There are both winners and losers among the European and Asian ports after the new container alliances on Asia-Europe emerged, according to SeaIntel in its latest publication.
In its weekly newsletter, SeaIntel has looked more closely at the development in the major container ports since the new alliance network entered into force.
While SeaIntel writes that ports in Singapore and Valencia in Spain have made gains from the new alliances on the routes, Malaysia's Port Klang has lost "significant connections" to Europe.
Meanwhile, the Port of Yantian in China, the Port of Massaxlokk in Cyprus, and Laem Chabang in Thailand are now more connected, while Egypt's Port Said and the Port of Piraeus in Greece have "missed out" on port calls, writes SeaIntel.
London Gateway goes significantly forward
In its analysis, the firm focuses exclusively on the major, key routes connecting Asia to either North Europe or the ports surrounding the Mediterranean, with the departure point being from January 2014 to June 2017. During this period, the 2M and O3 alliances were launched in 2015, while Ocean Alliance and The Alliance were launched in 2017.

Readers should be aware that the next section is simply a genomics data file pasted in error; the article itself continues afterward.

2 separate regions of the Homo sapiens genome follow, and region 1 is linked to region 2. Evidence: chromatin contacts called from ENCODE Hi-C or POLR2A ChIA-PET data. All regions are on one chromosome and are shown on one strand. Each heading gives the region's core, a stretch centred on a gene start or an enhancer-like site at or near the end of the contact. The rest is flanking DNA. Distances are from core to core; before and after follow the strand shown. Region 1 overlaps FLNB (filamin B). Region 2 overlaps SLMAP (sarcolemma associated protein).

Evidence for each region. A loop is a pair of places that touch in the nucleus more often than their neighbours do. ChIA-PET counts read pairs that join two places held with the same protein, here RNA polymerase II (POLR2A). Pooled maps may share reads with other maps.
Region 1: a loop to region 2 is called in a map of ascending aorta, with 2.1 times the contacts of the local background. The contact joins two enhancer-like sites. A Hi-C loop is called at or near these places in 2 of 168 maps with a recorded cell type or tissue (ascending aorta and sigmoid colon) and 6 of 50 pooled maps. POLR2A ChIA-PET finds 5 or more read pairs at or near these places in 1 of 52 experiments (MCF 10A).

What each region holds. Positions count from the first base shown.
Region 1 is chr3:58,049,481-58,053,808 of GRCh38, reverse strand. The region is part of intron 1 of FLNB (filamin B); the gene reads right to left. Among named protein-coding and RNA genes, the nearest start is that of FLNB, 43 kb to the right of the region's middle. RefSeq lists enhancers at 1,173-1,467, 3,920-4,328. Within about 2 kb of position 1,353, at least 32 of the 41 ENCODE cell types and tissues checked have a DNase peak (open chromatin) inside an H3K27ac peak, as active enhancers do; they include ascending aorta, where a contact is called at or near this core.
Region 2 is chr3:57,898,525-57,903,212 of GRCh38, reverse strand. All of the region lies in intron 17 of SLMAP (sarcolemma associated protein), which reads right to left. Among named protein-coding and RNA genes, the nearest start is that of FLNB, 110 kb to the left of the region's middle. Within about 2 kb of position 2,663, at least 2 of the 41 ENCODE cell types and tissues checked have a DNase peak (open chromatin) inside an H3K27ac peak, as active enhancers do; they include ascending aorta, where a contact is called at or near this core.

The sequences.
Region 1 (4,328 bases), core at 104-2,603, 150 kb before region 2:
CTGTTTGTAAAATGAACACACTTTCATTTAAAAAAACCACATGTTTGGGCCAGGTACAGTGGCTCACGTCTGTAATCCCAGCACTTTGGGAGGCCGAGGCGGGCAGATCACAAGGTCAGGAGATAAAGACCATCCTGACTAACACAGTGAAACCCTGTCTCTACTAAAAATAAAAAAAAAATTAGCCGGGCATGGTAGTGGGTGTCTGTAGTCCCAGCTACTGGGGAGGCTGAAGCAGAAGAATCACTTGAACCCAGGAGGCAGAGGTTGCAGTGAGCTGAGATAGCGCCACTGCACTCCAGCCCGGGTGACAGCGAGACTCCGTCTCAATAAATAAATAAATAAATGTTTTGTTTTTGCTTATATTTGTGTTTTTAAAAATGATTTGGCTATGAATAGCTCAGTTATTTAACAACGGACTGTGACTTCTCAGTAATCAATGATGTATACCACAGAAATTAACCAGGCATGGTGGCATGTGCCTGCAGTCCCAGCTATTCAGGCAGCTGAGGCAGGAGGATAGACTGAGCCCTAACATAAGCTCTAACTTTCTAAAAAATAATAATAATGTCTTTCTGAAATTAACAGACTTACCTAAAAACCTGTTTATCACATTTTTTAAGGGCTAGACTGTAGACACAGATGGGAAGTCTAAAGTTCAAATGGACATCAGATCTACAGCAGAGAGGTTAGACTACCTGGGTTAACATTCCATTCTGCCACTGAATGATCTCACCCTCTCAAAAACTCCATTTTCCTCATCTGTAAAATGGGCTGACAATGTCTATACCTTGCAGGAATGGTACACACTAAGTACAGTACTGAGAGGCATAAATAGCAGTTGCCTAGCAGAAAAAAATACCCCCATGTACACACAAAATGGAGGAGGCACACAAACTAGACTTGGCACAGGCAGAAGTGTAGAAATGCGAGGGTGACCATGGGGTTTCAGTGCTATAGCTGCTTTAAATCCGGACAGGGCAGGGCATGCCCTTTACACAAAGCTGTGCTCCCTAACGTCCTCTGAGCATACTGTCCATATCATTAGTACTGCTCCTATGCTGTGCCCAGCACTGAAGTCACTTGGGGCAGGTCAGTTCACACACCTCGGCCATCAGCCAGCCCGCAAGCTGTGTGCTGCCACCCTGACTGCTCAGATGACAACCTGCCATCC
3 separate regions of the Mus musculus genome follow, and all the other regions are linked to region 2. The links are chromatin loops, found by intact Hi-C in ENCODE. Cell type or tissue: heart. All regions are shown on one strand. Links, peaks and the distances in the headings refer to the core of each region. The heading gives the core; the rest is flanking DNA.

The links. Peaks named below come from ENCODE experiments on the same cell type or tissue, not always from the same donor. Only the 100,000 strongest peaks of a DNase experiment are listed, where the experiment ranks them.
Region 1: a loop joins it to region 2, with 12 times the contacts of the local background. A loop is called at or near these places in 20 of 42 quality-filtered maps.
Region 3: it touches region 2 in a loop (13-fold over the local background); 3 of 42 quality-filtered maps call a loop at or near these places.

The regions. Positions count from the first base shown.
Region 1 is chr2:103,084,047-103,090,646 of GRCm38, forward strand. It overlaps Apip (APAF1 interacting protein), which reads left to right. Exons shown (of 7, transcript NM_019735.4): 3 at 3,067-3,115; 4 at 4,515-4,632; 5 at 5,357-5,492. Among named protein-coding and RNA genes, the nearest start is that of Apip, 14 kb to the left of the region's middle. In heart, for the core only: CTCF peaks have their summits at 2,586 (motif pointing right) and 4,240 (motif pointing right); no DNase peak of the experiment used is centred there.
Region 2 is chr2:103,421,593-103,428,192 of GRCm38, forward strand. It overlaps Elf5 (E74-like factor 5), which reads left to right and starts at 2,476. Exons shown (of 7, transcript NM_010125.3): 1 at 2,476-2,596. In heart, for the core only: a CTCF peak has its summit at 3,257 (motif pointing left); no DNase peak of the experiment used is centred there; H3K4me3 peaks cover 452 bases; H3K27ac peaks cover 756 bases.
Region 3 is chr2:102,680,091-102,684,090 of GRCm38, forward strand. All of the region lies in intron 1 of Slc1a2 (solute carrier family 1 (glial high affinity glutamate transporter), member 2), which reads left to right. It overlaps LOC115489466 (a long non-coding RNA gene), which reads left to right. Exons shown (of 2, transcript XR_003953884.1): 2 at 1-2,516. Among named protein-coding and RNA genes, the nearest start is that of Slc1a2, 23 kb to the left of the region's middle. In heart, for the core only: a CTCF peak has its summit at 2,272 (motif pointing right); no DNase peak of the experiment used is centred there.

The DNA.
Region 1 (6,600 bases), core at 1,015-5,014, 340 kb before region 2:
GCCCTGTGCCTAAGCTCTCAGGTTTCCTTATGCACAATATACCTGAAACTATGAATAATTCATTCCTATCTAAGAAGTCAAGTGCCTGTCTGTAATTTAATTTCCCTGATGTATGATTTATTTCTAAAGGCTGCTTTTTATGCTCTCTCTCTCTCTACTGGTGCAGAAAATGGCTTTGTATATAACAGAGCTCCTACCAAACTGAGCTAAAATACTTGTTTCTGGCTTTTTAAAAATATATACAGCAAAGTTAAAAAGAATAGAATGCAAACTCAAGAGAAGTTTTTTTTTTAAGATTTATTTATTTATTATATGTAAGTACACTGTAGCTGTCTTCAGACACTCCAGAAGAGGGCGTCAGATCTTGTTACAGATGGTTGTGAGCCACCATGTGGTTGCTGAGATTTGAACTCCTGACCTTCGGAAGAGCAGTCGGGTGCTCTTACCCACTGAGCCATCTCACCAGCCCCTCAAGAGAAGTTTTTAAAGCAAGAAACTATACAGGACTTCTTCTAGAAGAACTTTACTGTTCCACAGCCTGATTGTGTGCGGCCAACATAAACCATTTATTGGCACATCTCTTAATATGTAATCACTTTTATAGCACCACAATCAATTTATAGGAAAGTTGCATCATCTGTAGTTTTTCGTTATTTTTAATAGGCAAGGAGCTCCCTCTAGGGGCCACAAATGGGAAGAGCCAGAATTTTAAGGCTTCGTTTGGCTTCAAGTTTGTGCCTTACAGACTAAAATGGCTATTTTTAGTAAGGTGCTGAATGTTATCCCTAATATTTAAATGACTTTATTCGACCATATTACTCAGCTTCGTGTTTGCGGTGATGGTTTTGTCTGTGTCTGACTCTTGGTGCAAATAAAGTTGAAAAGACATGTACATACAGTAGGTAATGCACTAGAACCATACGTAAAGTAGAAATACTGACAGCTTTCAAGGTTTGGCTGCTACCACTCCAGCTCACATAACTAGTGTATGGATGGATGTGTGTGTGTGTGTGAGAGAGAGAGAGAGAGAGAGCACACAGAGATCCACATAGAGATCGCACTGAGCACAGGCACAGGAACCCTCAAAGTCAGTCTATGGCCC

In North Europe, Rotterdam has the highest number of port callings from Asia, followed by Hamburg, Antwerp, and Felixstowe. London Gateway has surged significantly forward with an average of ten monthly port callings in the first half of 2017 against four back in 2014.
In Asia, "Singapore has shown a continuous decrease throughout the period, while Yantian, Shanghai and Ningbo have been permanently ahead of competition in the trade lane. Looking at the Asia-Mediterranean trade lane, we could see that Port Said and Piraeus are showing the highest number of port calls in the trade lane for the Mediterranean side, albeit both ports are seeing significant drops with the new alliance networks," writes SeaIntel, adding:
"Singapore, Shanghai and Ningbo show a relatively stable dominance throughout the period, compared to the other ports for Asia-Mediterranean services. The analysis further confirmed some of the predictions we presented when we analysed the new alliance networks. For instance, Port Klang has indeed lost a considerable degree of presence in both trade lanes, to the benefit of Singapore."
Although Singapore has made the most from the trade routes over the three-year period, SeaIntel also notes that the port experienced a decline in callings. While an average 96 vessels from Asia and Europe called at the port in 2014, the average number fell to approximately 55 in the first half of 2017.
English Edit: Lena Rutkowski